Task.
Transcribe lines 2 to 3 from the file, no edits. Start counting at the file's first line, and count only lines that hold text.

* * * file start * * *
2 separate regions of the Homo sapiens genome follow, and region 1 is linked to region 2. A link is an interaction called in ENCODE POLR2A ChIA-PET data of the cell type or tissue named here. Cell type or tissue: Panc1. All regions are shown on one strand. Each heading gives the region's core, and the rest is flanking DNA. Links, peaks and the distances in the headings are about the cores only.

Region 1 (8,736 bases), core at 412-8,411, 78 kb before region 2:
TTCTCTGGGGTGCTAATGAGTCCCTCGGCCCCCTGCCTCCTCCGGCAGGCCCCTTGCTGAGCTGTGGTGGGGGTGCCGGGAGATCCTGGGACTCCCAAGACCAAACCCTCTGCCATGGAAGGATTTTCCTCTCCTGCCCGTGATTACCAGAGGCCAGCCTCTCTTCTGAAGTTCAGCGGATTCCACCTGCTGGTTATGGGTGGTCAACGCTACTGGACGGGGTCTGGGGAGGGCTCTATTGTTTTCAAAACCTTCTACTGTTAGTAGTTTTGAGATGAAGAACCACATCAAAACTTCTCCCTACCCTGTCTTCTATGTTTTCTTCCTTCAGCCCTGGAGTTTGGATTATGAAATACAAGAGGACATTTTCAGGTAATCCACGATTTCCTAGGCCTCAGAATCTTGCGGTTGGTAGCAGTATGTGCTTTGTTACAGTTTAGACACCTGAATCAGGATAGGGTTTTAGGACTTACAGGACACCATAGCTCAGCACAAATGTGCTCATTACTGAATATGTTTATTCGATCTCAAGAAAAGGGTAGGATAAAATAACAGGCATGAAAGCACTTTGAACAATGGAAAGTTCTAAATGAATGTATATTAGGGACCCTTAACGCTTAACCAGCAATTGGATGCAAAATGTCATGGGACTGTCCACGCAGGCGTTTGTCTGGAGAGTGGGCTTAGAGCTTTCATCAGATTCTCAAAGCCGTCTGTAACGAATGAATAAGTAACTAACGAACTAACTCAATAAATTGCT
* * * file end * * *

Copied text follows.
Region 1 (8,736 bases), core at 412-8,411, 78 kb before region 2:
TTCTCTGGGGTGCTAATGAGTCCCTCGGCCCCCTGCCTCCTCCGGCAGGCCCCTTGCTGAGCTGTGGTGGGGGTGCCGGGAGATCCTGGGACTCCCAAGACCAAACCCTCTGCCATGGAAGGATTTTCCTCTCCTGCCCGTGATTACCAGAGGCCAGCCTCTCTTCTGAAGTTCAGCGGATTCCACCTGCTGGTTATGGGTGGTCAACGCTACTGGACGGGGTCTGGGGAGGGCTCTATTGTTTTCAAAACCTTCTACTGTTAGTAGTTTTGAGATGAAGAACCACATCAAAACTTCTCCCTACCCTGTCTTCTATGTTTTCTTCCTTCAGCCCTGGAGTTTGGATTATGAAATACAAGAGGACATTTTCAGGTAATCCACGATTTCCTAGGCCTCAGAATCTTGCGGTTGGTAGCAGTATGTGCTTTGTTACAGTTTAGACACCTGAATCAGGATAGGGTTTTAGGACTTACAGGACACCATAGCTCAGCACAAATGTGCTCATTACTGAATATGTTTATTCGATCTCAAGAAAAGGGTAGGATAAAATAACAGGCATGAAAGCACTTTGAACAATGGAAAGTTCTAAATGAATGTATATTAGGGACCCTTAACGCTTAACCAGCAATTGGATGCAAAATGTCATGGGACTGTCCACGCAGGCGTTTGTCTGGAGAGTGGGCTTAGAGCTTTCATCAGATTCTCAAAGCCGTCTGTAACGAATGAATAAGTAACTAACGAACTAACTCAATAAATTGCT